The Obama administration has announced its intention to change the long-standing combat exclusion policy that limited women to support jobs in the military; now women can hunker down in foxholes on the frontlines.
President Obama is dead set on eviscerating our military by pushing women to the frontlines. He isn’t the only one to blame, however—this policy is the product of a naïve culture that blindly embraces government-hosted violence in the name of equal opportunity.
But there is no evidence women are clamoring for ground combat assignments. Worse yet, there is significant reason to believe that women in combat will lead to a wide range of devastating consequences, many unforeseen and unintended by proponents, but no less dangerous.
Pentagon insider Robert L. Maginnis exposes the cold truth behind this contentious topic, debunking barefaced myths about "gender equality" in combat situations in his new book Deadly Consequences: How Cowards are Pushing Women into Combat.
Civilian feminists view ground combat as a glass ceiling for women’s equal opportunity. They could not care less about our fighting ability or the threat it poses for women and for the men they serve with.
Women in the U.S. Armed Forces are regularly held to lower training standards than men. That means that when they’re called into active combat situations, they won’t bring the same physical strength and skills training as men do. In training, male Marines are required to lift 40 pounds, while female trainees must only lift 20. If a ship is sinking and the only way to save it is to lift a 40-pound piece of equipment, the female Marines will be less qualified for the task.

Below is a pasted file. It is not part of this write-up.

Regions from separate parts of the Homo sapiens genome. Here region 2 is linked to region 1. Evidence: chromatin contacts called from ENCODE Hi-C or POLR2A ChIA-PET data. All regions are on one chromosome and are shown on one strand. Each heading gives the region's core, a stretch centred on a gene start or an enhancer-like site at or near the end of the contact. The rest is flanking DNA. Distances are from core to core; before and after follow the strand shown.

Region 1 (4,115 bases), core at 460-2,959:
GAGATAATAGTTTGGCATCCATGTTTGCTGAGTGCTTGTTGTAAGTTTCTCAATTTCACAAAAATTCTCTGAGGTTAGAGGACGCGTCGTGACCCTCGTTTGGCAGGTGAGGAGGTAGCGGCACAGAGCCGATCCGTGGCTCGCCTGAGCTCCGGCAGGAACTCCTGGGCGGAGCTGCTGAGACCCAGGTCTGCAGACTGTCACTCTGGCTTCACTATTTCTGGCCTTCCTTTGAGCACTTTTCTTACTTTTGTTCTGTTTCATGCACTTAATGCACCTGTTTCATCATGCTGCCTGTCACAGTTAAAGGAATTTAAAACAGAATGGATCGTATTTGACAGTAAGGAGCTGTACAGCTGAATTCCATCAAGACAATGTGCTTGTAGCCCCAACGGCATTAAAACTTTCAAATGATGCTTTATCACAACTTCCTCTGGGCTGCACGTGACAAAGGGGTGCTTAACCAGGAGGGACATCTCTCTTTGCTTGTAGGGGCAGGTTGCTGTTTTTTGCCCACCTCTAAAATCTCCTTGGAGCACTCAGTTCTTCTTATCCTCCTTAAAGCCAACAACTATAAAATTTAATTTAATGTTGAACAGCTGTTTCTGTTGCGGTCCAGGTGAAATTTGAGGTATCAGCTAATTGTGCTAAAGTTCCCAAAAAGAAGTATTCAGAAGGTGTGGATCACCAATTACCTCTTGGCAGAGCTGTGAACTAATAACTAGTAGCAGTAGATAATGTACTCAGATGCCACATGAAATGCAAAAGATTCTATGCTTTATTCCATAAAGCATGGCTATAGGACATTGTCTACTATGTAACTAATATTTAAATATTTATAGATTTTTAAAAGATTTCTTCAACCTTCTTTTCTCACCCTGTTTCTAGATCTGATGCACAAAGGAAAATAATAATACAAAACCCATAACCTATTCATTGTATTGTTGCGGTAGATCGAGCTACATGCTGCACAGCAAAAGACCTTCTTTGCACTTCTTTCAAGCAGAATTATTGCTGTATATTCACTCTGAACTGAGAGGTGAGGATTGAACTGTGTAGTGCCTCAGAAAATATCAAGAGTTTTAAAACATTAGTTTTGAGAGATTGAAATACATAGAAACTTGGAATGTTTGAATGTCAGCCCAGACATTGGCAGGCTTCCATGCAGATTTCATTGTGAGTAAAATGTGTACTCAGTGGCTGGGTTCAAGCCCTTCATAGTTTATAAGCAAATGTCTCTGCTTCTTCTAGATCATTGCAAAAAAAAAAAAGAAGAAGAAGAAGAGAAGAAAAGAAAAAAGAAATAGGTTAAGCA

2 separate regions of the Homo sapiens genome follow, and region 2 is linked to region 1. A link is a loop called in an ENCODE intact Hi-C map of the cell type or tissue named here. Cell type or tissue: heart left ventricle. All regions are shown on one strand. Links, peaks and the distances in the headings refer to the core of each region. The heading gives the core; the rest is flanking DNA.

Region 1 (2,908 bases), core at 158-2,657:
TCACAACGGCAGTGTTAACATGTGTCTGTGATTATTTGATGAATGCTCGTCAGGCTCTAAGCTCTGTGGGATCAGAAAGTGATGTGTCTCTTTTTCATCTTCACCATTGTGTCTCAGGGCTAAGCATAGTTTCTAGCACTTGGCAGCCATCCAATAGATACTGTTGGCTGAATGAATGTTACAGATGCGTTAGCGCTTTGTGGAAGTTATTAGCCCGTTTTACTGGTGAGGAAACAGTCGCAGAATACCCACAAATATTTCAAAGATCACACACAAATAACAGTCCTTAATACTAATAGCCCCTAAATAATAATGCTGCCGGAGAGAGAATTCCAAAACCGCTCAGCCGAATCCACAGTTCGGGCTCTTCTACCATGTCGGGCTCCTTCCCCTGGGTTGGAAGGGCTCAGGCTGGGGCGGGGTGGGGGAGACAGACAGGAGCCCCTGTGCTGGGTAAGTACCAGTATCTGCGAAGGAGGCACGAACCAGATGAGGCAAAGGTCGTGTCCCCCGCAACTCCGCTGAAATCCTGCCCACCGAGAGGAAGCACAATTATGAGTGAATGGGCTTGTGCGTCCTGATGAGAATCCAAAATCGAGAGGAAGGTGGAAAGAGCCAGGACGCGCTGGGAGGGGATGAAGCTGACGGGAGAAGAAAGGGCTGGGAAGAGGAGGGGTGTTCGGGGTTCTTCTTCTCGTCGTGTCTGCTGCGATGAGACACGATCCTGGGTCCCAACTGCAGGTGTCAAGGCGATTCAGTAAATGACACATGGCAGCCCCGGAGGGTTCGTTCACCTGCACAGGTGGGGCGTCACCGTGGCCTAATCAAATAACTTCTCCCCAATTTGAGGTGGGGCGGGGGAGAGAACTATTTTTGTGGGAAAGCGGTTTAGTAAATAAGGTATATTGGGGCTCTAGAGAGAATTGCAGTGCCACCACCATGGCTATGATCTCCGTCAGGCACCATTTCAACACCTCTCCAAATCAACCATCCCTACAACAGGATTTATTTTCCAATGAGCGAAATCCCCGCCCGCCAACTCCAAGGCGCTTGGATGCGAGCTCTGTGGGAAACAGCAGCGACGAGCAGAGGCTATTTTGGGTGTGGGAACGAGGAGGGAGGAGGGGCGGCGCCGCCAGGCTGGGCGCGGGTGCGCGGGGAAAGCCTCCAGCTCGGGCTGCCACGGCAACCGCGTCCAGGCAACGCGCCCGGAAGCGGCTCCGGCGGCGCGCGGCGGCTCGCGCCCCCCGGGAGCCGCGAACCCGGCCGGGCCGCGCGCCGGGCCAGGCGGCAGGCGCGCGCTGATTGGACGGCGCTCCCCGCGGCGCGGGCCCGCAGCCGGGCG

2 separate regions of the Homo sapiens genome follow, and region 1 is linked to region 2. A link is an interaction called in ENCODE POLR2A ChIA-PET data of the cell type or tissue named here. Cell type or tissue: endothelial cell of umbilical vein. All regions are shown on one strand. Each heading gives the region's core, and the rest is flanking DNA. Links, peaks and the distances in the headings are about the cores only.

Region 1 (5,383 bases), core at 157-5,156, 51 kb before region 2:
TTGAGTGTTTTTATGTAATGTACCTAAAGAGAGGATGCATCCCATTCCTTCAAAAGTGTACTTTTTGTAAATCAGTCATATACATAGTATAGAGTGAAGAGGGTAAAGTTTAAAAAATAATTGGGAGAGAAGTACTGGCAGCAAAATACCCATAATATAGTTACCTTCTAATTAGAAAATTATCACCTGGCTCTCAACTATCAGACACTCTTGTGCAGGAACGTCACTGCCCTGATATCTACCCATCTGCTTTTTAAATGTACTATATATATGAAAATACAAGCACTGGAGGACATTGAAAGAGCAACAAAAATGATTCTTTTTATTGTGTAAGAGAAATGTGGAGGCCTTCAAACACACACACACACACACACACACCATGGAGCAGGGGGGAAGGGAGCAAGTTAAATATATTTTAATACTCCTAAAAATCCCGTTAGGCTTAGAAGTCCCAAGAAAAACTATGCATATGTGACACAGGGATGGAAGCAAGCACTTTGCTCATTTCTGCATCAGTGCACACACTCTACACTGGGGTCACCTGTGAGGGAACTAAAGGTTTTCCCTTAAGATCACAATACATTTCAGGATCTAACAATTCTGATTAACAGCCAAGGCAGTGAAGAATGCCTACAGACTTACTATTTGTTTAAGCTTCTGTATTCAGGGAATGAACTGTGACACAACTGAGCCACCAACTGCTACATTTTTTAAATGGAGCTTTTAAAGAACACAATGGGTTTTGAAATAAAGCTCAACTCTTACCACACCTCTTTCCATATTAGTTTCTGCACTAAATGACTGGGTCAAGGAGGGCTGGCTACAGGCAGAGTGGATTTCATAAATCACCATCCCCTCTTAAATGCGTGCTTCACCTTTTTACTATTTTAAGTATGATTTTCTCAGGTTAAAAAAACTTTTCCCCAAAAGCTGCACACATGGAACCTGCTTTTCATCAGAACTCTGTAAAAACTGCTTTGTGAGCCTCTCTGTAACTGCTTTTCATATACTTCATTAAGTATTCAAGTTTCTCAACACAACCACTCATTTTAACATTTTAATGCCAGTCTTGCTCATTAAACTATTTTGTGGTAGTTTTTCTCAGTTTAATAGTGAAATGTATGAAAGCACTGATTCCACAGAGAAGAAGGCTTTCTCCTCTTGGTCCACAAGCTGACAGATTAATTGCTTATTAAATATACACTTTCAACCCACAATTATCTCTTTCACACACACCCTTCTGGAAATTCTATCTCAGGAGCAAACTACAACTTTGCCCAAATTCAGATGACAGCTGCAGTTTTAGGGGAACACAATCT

On top of this disparity is a looming draft. Security experts foresee another American draft within this generation; if women can serve in combat, every male and female over the age of 18 will be in danger of being called up.
Controversial and starkly factual, Deadly Consequences is a resounding indictment of a policy that is bound to erode not only the American military, but jeopardize American security and society as well.
Robert L. Maginnis serves as the Senior Fellow for National Security at Family Research Council (FRC). Maginnis is a Pentagon insider, from 1990-1993 as Inspector General and member of the task force that wrote Don’t Ask, Don’t Tell; and currently, for more than 10 years, serving as a senior strategist for the Department of the Army, working international issues. Maginnis is a retired Army Lieutenant Colonel, a national security and foreign affairs analyst for radio and television (including Fox News and CNN), a columnist for Human Events and the VP for operations with MESMO Inc.
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